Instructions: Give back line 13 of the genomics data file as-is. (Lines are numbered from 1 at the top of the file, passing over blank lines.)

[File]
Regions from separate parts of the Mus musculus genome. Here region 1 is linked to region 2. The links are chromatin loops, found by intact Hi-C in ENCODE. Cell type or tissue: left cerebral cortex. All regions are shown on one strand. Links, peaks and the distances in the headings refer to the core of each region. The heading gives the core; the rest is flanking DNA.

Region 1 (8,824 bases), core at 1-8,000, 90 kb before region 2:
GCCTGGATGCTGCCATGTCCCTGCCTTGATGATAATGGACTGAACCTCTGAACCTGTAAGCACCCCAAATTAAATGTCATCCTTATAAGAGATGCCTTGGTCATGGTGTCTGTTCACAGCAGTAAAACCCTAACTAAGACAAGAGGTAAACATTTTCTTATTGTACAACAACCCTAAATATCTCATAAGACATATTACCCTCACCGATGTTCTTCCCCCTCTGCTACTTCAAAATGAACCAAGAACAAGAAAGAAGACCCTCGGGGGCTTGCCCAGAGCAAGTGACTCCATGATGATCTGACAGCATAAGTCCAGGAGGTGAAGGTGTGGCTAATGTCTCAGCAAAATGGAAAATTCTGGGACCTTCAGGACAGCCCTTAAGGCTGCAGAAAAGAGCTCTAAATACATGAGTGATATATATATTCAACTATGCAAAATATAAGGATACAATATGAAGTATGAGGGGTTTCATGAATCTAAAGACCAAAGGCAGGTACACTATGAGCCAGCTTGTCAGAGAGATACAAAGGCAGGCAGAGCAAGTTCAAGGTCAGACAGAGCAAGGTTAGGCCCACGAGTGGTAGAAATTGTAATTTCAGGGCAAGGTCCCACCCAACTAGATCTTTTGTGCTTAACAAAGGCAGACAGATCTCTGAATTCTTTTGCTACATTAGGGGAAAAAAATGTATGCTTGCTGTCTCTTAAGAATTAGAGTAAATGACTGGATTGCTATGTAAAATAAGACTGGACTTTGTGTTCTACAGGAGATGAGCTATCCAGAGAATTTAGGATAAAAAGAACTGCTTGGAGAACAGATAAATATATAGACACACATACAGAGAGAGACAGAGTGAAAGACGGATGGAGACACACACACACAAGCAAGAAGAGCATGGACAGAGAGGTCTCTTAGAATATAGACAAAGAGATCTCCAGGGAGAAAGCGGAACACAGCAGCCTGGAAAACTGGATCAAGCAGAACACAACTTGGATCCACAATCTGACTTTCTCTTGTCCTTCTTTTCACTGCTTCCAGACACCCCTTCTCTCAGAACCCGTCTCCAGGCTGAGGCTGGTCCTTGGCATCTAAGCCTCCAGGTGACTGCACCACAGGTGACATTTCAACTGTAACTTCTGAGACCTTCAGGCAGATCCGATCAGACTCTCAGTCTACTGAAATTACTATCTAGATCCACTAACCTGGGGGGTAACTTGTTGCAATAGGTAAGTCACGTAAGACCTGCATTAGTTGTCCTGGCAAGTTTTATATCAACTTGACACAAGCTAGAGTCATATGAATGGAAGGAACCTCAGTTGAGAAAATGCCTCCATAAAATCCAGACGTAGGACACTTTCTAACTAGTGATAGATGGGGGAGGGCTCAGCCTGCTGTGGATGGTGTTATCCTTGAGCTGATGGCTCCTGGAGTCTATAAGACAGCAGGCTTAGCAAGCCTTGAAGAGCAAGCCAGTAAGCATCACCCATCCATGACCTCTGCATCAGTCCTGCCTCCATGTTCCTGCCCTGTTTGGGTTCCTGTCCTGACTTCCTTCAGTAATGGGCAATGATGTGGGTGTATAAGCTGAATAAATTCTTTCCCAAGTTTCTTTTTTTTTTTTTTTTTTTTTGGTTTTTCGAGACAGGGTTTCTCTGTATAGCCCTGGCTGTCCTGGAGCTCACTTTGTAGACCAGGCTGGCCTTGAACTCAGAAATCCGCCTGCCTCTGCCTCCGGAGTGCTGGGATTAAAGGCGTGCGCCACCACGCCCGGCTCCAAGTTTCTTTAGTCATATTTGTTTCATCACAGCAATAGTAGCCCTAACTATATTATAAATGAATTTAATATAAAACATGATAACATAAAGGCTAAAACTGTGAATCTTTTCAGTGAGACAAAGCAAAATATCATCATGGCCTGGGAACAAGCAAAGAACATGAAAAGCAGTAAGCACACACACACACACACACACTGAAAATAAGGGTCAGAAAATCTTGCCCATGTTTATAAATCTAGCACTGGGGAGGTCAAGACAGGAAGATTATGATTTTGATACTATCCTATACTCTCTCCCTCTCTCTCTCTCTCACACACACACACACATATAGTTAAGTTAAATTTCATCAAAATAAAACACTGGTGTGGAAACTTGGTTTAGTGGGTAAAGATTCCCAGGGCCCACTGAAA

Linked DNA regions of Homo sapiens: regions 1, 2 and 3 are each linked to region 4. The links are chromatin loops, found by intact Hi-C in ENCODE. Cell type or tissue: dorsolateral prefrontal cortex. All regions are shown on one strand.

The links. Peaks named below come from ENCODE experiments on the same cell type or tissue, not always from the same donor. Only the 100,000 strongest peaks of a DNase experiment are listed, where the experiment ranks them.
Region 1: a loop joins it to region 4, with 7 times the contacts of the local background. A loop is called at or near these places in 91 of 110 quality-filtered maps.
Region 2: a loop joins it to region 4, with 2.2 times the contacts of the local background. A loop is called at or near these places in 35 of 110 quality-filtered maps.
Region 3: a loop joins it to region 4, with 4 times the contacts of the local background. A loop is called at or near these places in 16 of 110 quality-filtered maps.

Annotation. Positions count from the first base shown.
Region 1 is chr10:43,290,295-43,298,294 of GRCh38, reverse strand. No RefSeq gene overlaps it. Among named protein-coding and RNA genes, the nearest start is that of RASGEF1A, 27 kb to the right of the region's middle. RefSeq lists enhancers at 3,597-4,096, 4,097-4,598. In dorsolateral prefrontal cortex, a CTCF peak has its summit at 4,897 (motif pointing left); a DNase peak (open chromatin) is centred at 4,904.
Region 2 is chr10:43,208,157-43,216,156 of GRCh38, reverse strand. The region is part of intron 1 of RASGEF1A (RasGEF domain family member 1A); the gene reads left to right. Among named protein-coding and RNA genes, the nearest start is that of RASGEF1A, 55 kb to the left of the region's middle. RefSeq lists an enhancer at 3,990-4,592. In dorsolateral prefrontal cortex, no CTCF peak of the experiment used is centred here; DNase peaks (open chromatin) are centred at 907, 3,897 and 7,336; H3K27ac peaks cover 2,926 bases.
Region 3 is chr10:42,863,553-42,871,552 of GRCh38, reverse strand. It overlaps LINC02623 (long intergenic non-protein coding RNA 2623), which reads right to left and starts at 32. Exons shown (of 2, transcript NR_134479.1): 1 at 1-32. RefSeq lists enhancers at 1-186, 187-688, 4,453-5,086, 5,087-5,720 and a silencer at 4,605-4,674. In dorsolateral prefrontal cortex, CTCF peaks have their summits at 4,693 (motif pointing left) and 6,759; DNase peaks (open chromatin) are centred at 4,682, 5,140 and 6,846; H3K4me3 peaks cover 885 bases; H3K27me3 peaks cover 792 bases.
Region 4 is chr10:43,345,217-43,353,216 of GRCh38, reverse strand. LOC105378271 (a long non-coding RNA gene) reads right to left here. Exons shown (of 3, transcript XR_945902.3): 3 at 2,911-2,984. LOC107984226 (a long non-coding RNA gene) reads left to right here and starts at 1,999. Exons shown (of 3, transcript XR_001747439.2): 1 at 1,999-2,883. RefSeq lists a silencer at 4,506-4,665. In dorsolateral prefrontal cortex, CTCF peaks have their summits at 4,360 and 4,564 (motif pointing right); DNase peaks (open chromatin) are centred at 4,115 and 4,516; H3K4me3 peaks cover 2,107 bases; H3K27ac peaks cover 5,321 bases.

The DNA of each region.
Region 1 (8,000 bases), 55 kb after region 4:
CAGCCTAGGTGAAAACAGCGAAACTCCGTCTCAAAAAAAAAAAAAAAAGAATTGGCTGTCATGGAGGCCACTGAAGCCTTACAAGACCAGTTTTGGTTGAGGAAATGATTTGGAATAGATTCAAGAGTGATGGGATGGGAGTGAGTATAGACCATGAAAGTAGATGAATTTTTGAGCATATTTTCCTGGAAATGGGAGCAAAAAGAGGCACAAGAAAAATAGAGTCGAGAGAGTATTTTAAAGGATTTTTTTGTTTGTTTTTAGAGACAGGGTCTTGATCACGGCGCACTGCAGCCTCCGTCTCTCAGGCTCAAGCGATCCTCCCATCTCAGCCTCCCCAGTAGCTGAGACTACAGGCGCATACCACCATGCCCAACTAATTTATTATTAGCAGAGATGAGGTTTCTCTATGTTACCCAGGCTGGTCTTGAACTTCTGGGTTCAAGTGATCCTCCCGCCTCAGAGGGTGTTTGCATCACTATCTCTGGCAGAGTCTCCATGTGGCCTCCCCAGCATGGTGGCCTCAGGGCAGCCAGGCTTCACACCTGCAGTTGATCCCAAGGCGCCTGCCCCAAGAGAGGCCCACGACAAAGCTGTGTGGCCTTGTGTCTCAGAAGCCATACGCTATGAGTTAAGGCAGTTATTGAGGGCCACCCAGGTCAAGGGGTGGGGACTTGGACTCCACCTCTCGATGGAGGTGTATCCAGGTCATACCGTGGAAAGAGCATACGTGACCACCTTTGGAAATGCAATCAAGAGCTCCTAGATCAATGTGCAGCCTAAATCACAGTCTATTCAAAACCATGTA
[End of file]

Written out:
Region 4 is chr10:43,345,217-43,353,216 of GRCh38, reverse strand. LOC105378271 (a long non-coding RNA gene) reads right to left here. Exons shown (of 3, transcript XR_945902.3): 3 at 2,911-2,984. LOC107984226 (a long non-coding RNA gene) reads left to right here and starts at 1,999. Exons shown (of 3, transcript XR_001747439.2): 1 at 1,999-2,883. RefSeq lists a silencer at 4,506-4,665. In dorsolateral prefrontal cortex, CTCF peaks have their summits at 4,360 and 4,564 (motif pointing right); DNase peaks (open chromatin) are centred at 4,115 and 4,516; H3K4me3 peaks cover 2,107 bases; H3K27ac peaks cover 5,321 bases.